Don’t let this guilt get the better of you. It is better to raise your child in two different homes than in a house that sees arguments and violent behavior each day. Research reveals children are adversely impacted by stressed parental relationships. Remind yourself that you are taking a decision that’s best for everyone.
4) Get Your Financials in Place
As you prepare for life as a single parent, get your financials sorted by enlisting your current and expected income and expenses, creating a household budget, and reviewing your tax returns. You also need to determine how you will manage the additional expenses like pre-natal and childcare costs including daycare and other nursery essentials.
Will you be going back to work or are you planning to take a sabbatical? How long do you plan to be on maternity leave? The answers to these questions will help you understand your cash flow and plan a comfortable future for you and your little one.
Being a single mother is not only tough but also expensive. Between decorating the nursery and providing for childcare and postpartum care, your finances are bound to go haywire. Take stock of your savings and work with a financial consultant and divorce attorney to develop a suitable strategy for child support and alimony.
5) Set the Expectations
The thought of being a single parent can amplify the uncertainty in your life. Talk with your ex-partner about his intentions regarding parenting and the responsibilities he is willing to partake. Open communication can help set the expectations and lay down certain ground rules pertaining to your child’s upbringing.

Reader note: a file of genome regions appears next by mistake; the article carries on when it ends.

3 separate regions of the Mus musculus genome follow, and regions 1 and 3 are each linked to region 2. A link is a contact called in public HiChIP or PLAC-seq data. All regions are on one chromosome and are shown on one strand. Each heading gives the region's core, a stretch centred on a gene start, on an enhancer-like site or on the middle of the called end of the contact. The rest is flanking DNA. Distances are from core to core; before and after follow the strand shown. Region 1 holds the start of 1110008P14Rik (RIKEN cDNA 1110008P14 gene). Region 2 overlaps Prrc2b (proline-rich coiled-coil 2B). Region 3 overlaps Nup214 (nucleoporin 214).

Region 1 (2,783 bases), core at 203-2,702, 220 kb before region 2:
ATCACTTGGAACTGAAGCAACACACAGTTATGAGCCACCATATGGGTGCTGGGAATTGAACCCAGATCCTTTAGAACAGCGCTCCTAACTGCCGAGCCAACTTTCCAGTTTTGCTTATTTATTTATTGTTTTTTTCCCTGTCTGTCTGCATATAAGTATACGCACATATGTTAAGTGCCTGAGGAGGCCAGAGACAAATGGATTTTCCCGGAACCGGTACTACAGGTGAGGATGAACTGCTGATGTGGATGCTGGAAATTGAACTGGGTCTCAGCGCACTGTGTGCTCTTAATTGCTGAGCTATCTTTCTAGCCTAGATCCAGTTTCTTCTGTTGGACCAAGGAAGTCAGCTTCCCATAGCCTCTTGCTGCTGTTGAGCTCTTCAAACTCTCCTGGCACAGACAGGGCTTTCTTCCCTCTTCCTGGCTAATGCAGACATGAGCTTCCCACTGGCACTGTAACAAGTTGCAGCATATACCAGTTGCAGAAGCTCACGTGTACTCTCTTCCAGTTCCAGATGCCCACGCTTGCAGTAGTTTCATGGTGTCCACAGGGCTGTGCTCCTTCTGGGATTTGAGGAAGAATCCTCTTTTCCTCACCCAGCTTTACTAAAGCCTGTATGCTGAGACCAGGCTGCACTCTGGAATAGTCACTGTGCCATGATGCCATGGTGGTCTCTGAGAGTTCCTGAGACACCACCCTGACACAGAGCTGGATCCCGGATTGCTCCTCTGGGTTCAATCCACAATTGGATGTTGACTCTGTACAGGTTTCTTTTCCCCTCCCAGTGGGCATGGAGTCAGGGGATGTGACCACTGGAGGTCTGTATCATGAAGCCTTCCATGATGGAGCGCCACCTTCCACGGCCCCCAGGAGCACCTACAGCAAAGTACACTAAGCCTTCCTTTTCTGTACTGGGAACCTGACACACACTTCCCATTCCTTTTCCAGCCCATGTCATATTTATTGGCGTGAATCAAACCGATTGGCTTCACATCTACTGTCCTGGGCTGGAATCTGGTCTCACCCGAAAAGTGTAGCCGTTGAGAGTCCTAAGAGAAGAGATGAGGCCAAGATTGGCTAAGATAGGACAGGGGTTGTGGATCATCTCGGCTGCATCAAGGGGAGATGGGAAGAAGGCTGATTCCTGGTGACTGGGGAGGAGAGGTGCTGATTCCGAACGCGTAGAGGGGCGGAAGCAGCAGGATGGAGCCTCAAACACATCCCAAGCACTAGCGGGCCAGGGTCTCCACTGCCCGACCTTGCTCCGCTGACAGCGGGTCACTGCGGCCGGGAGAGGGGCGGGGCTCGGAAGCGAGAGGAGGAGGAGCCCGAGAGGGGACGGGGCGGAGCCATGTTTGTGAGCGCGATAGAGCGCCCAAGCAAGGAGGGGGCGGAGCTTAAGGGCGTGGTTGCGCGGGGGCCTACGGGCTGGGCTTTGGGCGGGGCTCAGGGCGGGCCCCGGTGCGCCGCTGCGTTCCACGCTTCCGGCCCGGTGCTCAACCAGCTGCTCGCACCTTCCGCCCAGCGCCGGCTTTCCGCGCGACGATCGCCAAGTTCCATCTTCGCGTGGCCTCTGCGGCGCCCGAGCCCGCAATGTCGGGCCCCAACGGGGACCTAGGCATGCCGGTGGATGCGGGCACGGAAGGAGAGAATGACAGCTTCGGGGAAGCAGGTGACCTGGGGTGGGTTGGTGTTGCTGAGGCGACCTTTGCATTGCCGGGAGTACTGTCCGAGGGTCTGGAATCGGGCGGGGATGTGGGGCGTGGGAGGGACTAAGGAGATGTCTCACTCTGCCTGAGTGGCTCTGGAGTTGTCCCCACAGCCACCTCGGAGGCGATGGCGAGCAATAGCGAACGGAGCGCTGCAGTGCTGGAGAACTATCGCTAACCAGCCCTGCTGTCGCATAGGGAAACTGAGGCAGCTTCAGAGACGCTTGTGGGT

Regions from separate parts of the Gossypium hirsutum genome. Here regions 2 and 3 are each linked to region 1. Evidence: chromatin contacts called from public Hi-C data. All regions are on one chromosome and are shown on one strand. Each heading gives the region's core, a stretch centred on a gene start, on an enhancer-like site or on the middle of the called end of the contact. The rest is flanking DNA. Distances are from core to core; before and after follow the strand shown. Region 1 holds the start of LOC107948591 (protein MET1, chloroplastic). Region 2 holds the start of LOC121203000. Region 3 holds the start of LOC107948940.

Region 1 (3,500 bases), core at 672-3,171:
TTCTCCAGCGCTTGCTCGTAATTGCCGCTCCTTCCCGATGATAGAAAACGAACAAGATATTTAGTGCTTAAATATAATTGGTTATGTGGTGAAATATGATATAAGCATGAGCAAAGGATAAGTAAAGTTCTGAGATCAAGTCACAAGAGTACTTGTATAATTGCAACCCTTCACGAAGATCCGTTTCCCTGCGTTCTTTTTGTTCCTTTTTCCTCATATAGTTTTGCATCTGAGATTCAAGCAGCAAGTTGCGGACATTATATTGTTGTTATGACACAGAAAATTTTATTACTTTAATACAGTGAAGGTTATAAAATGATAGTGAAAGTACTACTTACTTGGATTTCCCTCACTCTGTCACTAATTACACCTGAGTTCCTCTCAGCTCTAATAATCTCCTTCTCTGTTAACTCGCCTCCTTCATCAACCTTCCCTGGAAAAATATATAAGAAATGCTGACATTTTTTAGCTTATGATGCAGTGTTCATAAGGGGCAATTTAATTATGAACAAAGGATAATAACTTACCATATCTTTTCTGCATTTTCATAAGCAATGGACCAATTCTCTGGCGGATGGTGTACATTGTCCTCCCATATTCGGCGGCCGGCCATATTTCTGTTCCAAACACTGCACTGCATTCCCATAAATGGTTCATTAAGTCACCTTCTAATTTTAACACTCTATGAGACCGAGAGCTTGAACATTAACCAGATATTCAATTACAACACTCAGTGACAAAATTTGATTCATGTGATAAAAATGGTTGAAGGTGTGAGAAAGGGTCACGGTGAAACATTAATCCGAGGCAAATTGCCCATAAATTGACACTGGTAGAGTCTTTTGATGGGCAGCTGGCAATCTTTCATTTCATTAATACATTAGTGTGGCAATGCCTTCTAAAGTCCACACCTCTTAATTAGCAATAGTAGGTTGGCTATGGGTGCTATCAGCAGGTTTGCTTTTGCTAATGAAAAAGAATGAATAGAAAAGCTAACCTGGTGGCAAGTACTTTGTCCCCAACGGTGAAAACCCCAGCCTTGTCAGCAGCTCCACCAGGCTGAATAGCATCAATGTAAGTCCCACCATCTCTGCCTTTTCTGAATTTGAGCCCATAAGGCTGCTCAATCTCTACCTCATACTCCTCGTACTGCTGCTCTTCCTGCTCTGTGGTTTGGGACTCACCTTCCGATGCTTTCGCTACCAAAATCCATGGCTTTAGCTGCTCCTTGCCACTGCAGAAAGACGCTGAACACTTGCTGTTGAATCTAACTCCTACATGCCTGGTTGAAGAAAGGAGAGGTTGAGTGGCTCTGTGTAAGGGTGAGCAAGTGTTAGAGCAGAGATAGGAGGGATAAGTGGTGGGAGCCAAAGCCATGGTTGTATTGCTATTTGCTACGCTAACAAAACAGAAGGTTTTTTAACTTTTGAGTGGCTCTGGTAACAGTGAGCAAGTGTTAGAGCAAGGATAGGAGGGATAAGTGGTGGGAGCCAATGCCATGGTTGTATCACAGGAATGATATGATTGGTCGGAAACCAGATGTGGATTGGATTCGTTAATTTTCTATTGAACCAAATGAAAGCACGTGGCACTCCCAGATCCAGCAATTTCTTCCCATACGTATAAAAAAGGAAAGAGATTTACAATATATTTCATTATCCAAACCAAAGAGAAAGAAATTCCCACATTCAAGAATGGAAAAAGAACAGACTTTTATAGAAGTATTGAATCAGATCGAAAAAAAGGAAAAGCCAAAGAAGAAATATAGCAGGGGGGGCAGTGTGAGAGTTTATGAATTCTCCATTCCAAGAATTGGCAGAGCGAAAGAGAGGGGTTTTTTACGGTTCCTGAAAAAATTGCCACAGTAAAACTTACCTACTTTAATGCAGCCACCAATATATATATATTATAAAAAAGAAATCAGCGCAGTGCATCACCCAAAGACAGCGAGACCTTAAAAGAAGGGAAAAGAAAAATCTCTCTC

When talking to your former spouse, cover topics like your child’s daily routine, child custody and support, the daycare and pediatrician choices, and the grandparents’ visitation schedule. If you and your ex-spouse disagree on certain aspects of parenting, involve your attorney or counselor who can guide you in making the right decisions.
Discussing the aforementioned aspects of parenting in advance will make life predictable for you and your ex-spouse, easing the stress in your relationship.
6) Work Out a Co-Parenting Plan
You may hate your ex-spouse and never want to see him after the divorce is issued. Yet, it is critical to keep your emotions aside and focus on developing a solid co-parenting plan. As parents-to-be, you and your ex-spouse share the common goal of welcoming and raising your child and providing for his/her needs.
Successful co-parenting requires you to keep your little one’s interests at the core of all your decisions. Work with your ex-partner to create a shared parenting plan that will help your little one bond with both of you and reassure him/her of your love.
If you and your ex-spouse find it tough to work out a suitable co-parenting plan, involve a counselor or parenting consultant in your discussions.
When handling divorce during pregnancy, the joy and excitement of having the little one are overshadowed by stress, mixed emotions, and uncertainty of the future. Use the tips shared in this post to take charge of your emotions and start a new chapter in your life.